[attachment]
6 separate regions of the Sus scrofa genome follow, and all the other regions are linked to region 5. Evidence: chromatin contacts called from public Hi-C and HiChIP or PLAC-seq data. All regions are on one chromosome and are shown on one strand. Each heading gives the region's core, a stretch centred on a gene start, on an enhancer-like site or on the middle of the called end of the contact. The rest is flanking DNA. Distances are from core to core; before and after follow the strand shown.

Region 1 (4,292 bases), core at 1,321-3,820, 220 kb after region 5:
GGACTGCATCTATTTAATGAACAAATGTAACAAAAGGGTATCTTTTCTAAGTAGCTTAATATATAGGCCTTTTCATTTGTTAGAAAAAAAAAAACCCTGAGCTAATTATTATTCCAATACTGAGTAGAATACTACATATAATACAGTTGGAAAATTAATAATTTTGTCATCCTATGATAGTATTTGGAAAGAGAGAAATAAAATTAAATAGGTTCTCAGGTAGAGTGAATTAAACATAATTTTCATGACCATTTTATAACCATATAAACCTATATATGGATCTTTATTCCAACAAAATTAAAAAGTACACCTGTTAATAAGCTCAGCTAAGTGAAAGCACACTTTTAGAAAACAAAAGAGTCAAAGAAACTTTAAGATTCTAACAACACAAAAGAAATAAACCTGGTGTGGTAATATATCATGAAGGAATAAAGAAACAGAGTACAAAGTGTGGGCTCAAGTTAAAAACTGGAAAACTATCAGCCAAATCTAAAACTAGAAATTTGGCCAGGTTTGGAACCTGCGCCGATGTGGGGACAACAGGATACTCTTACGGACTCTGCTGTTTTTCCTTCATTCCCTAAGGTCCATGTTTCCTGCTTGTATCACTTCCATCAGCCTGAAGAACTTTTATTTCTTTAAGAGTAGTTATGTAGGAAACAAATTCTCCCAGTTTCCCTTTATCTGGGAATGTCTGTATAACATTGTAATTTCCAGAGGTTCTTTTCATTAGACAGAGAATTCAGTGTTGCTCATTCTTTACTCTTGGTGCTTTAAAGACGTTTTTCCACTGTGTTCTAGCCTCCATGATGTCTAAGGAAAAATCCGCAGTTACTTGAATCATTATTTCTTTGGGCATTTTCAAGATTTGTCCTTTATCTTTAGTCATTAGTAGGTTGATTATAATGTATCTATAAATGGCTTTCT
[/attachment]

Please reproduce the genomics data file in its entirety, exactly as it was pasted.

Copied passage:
6 separate regions of the Sus scrofa genome follow, and all the other regions are linked to region 5. Evidence: chromatin contacts called from public Hi-C and HiChIP or PLAC-seq data. All regions are on one chromosome and are shown on one strand. Each heading gives the region's core, a stretch centred on a gene start, on an enhancer-like site or on the middle of the called end of the contact. The rest is flanking DNA. Distances are from core to core; before and after follow the strand shown.

Region 1 (4,292 bases), core at 1,321-3,820, 220 kb after region 5:
GGACTGCATCTATTTAATGAACAAATGTAACAAAAGGGTATCTTTTCTAAGTAGCTTAATATATAGGCCTTTTCATTTGTTAGAAAAAAAAAAACCCTGAGCTAATTATTATTCCAATACTGAGTAGAATACTACATATAATACAGTTGGAAAATTAATAATTTTGTCATCCTATGATAGTATTTGGAAAGAGAGAAATAAAATTAAATAGGTTCTCAGGTAGAGTGAATTAAACATAATTTTCATGACCATTTTATAACCATATAAACCTATATATGGATCTTTATTCCAACAAAATTAAAAAGTACACCTGTTAATAAGCTCAGCTAAGTGAAAGCACACTTTTAGAAAACAAAAGAGTCAAAGAAACTTTAAGATTCTAACAACACAAAAGAAATAAACCTGGTGTGGTAATATATCATGAAGGAATAAAGAAACAGAGTACAAAGTGTGGGCTCAAGTTAAAAACTGGAAAACTATCAGCCAAATCTAAAACTAGAAATTTGGCCAGGTTTGGAACCTGCGCCGATGTGGGGACAACAGGATACTCTTACGGACTCTGCTGTTTTTCCTTCATTCCCTAAGGTCCATGTTTCCTGCTTGTATCACTTCCATCAGCCTGAAGAACTTTTATTTCTTTAAGAGTAGTTATGTAGGAAACAAATTCTCCCAGTTTCCCTTTATCTGGGAATGTCTGTATAACATTGTAATTTCCAGAGGTTCTTTTCATTAGACAGAGAATTCAGTGTTGCTCATTCTTTACTCTTGGTGCTTTAAAGACGTTTTTCCACTGTGTTCTAGCCTCCATGATGTCTAAGGAAAAATCCGCAGTTACTTGAATCATTATTTCTTTGGGCATTTTCAAGATTTGTCCTTTATCTTTAGTCATTAGTAGGTTGATTATAATGTATCTATAAATGGCTTTCT